Johannes Gutenberg and Gutenberg Bible
Johannes Gensfleisch zur Laden zum Gutenberg was a German blacksmith, goldsmith, printer, and publisher was the first European to use movable type printing
in around 1439. He also invented method of mass-producing movable type, the use of oil-based ink and the use of a wooden printing press that was similar to
the agricultural screw presses of the period (and inspired by them).
Gutenberg was born in the German city of Mainz, circa 1395, as the youngest son of the merchant Friele Gensfleisch zur Laden, and his second wife, Else
Wyrich. Not much is known about his early life or where he acquired his knowledge of goldsmithing. In 1439 he tried making polished metal mirrors but that
business failed. In 1440 he perfected and unveiled the secret of printing in Strasbourg. The first item to be printed was a German poem in 1450. Gutenberg
borrowed 800 guilders from a wealthy moneylender Johann Fust for this and some other projects. Among these projects were a papal letter, two indulgences
(of which several thousand copies being printed) and editions of Ars Minor, a schoolbook on Latin grammar by Aelius Donatus. In 1456, Fust accused
Gutenberg of misusing the fund and demanded his money back. It turned out that Gutenberg and Fust had a partnership for "project of the books" but,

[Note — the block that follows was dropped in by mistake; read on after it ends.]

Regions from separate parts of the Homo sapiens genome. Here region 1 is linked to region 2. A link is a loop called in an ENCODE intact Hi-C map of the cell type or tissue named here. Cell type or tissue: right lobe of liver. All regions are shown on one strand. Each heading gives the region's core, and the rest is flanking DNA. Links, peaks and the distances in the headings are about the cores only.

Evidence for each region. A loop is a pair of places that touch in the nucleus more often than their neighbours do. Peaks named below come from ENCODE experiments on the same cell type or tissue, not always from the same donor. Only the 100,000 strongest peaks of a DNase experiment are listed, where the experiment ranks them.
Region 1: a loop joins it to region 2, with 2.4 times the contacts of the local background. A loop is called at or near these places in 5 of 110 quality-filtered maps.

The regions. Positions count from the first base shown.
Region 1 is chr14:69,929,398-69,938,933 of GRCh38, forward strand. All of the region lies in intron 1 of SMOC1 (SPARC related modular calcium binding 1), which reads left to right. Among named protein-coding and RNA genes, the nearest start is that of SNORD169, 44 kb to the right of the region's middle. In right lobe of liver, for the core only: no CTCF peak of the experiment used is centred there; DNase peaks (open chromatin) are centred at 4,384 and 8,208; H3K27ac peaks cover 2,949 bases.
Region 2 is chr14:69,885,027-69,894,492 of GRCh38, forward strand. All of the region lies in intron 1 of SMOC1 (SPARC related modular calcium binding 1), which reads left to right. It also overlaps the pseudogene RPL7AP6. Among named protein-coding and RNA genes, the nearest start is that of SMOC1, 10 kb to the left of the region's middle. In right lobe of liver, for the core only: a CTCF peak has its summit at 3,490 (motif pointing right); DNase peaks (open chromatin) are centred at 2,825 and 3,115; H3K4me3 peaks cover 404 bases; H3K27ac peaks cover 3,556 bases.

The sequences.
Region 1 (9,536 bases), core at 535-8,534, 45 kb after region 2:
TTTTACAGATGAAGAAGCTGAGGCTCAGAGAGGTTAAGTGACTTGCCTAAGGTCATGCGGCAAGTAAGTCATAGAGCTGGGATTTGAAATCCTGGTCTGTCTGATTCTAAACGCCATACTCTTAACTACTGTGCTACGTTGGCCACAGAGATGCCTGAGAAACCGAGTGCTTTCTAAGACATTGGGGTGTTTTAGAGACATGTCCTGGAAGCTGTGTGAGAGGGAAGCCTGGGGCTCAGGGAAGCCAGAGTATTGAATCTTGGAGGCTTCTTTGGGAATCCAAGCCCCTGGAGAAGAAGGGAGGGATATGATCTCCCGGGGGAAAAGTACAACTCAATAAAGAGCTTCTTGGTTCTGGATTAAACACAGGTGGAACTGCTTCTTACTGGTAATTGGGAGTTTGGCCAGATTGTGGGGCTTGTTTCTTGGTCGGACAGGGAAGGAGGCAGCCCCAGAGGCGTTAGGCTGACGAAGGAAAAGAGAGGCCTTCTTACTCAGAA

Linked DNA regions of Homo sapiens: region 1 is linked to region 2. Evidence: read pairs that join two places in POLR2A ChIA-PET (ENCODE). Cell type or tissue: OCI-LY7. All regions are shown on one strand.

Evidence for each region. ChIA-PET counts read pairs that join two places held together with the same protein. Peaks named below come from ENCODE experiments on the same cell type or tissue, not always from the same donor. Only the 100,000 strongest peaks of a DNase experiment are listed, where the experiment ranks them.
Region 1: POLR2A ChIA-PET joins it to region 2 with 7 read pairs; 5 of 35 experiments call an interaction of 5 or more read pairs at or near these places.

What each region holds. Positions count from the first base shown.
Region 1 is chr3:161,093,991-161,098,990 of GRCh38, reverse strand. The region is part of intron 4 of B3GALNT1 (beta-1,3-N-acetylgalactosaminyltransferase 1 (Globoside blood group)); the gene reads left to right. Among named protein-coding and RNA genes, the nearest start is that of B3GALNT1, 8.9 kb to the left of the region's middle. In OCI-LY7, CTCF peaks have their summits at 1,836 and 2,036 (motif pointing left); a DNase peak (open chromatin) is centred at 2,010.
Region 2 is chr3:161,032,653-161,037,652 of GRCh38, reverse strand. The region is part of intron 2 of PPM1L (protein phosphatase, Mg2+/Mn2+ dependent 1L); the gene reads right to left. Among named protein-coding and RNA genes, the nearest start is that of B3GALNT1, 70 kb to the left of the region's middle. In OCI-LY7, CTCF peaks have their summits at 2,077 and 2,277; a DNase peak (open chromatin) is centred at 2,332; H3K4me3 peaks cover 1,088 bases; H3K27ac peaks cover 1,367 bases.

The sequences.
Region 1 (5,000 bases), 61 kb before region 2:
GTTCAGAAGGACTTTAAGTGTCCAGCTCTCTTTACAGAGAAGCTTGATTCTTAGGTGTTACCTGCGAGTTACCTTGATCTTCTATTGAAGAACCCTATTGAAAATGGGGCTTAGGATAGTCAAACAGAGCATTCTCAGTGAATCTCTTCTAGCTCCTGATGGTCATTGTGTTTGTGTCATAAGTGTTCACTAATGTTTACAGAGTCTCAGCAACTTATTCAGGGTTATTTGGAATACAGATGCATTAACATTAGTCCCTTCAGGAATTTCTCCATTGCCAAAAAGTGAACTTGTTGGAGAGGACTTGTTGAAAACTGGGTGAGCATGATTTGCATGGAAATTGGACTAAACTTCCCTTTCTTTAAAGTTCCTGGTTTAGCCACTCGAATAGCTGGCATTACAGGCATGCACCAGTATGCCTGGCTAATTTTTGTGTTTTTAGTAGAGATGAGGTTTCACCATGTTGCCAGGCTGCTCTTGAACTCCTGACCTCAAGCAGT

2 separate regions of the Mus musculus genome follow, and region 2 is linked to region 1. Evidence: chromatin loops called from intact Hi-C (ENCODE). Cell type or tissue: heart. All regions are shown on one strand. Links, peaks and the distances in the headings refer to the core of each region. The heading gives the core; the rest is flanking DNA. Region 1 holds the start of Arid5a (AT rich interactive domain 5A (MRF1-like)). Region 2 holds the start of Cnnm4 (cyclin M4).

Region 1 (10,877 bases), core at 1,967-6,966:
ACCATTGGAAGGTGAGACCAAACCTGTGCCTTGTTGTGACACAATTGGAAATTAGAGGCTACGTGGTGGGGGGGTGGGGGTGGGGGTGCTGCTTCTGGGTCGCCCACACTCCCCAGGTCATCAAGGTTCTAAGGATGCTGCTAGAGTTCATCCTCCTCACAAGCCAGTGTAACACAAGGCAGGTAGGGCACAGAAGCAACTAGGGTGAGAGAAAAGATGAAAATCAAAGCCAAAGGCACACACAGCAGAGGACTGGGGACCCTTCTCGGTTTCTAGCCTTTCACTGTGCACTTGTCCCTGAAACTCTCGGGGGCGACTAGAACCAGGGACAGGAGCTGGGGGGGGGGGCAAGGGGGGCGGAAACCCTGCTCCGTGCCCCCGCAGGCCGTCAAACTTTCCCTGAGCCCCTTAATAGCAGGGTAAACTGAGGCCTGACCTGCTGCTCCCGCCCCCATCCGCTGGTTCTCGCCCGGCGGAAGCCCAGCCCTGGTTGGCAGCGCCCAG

according to Fust, Gutenberg used money for other purposes. The court decided in favor of Fust and left Gutenberg effectively bankrupt and without a
printing shop. Gutenberg retained a small printing shop after that and printed a Bible in the town of Bamberg around 1459.
In 1450, Gutenberg borrowed another 800 guilders from Fust (before the court case) and in 1455 he finished folio Bible which had 42 lines on each page.
This Bible is today known as the Gutenberg Bible, “42-line Bible”, the Mazarin Bible or the B42. It was the first major book printed with movable type in
the West. It was written in Latin and had a selling price of 30 florins which was around three years' wages of an average clerk. Even with price like that
it was much cheaper than a manuscript Bible that could take a single scribe over a year to prepare.
The first sheets of the Bible were rubricated. They were passed twice through the printing press, with some lines printed using black and some with red
ink. This was later abandoned and rubricating was done by hand. First sheets were done in 40 lines while later were done in 41 and 42 lines, presumably to
save paper. Ink used for these Bibles was oil-based because it better adhered to his metal type as opposed to the water based ink that was used by scribes
of that time. The Gutenberg Bible was printed in the black letter type styles, today known as Textualis (Textura) and Schwabacher, and in technique of
justification. Illuminated decoration was added by hand and its amount depended on how much each buyer could or would pay. Some copies were never
decorated. The Gutenberg Bible provided the model for several later editions. Today, it is praised for its high aesthetic and artistic qualities and has an